temperamental

[tem-per-uh-men-tl, -pruh-men-, -per-men-]
adjective
1.
having or exhibiting a strongly marked, individual temperament.
2.
moody, irritable, or sensitive: a temperamental artist.
3.
given to erratic behavior; unpredictable.
4.
of or pertaining to temperament; constitutional: temperamental differences.

Origin:
1640–50; temperament + -al1

temperamentally, adverb
nontemperamental, adjective
nontemperamentally, adverb
untemperamental, adjective
untemperamentally, adverb


2. excitable, volatile, emotional.
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Based on the Random House Dictionary, © Random House, Inc. 2014.
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World English Dictionary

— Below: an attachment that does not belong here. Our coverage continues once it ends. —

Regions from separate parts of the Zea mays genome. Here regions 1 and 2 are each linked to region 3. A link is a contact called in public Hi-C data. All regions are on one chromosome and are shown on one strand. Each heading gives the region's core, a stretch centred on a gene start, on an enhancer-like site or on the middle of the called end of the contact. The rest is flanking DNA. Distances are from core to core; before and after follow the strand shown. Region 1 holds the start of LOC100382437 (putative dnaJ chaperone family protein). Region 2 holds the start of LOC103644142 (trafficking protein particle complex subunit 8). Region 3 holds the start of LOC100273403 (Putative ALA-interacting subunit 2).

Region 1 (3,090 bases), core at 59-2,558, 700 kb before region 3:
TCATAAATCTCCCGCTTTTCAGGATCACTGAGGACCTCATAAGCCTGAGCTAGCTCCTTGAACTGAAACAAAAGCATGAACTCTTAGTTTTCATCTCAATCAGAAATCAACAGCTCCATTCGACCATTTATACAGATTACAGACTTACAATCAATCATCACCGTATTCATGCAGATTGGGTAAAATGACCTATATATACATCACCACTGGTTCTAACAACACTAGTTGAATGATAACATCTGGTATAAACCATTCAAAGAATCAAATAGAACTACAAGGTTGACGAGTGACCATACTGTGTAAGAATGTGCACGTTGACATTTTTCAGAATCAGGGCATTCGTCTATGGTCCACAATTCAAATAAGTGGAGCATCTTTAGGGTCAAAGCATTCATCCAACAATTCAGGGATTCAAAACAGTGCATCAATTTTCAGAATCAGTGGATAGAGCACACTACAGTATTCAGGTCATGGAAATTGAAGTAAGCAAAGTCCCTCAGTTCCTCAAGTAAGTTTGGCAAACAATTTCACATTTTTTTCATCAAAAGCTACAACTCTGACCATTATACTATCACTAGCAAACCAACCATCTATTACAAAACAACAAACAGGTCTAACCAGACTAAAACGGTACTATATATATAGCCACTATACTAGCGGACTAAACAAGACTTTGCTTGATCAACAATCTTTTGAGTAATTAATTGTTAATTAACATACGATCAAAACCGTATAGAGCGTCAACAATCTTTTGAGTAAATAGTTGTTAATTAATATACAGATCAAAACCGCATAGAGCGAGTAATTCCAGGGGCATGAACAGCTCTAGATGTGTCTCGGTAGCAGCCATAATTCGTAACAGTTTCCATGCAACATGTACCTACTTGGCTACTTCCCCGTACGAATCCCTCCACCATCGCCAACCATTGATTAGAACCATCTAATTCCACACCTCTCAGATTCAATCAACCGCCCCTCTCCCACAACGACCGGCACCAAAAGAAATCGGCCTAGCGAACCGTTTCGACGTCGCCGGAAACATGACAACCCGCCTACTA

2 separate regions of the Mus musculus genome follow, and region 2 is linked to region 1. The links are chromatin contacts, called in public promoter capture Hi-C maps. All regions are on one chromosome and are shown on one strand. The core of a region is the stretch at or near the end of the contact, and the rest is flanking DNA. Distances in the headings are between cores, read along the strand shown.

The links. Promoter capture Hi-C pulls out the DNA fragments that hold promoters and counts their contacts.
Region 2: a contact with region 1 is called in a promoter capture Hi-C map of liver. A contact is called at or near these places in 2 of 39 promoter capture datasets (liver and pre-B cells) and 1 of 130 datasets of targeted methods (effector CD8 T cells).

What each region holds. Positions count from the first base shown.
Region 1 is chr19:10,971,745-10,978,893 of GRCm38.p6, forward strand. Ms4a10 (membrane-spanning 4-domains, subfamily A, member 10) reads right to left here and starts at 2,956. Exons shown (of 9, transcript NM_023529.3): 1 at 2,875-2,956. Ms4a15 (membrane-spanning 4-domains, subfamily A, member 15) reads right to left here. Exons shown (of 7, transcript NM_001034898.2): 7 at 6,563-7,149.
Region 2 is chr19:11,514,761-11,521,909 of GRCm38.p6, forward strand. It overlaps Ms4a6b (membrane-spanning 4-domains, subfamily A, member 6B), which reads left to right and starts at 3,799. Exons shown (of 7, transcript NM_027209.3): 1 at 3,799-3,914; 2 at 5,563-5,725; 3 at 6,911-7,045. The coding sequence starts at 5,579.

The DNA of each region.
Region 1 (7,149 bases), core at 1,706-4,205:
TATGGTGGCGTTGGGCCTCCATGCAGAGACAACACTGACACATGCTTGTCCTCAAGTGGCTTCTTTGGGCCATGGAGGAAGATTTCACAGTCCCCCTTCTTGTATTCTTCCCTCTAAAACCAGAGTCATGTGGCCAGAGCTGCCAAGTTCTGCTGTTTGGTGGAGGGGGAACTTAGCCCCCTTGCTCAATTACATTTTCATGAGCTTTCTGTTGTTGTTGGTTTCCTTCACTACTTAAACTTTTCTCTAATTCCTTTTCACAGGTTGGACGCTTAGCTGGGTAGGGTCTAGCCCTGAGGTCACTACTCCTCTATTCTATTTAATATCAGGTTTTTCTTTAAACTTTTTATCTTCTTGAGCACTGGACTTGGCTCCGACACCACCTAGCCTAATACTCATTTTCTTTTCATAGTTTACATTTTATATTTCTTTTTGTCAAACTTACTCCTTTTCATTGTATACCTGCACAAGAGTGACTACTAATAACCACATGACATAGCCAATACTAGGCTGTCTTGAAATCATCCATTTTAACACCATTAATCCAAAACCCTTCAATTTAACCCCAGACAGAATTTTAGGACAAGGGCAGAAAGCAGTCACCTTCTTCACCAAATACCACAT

temperamental (ˌtɛmpərəˈmɛntəl, -prəˈmɛntəl)
 
adj
1.  easily upset or irritated; excitable; volatile
2.  of, relating to, or caused by temperament
3.  informal working erratically and inconsistently; unreliable: a temperamental sewing machine
 
tempera'mentally
 
adv

Collins English Dictionary - Complete & Unabridged 10th Edition
2009 © William Collins Sons & Co. Ltd. 1979, 1986 © HarperCollins
Publishers 1998, 2000, 2003, 2005, 2006, 2007, 2009
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Etymonline
Word Origin & History

temperamental
"of or pertaining to temperament," 1640s, from temperament; in the sense of "moody" it is recorded from 1907.
Online Etymology Dictionary, © 2010 Douglas Harper
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Example sentences
Natural motor proteins, unfortunately, are often temperamental.
New telescopes and satellites let scientists probe the secrets of the
  temperamental star.
Extremely temperamental connections sap the fun out of things.
Animation has its advantages: no temperamental stars, no expensive location
  shoots.
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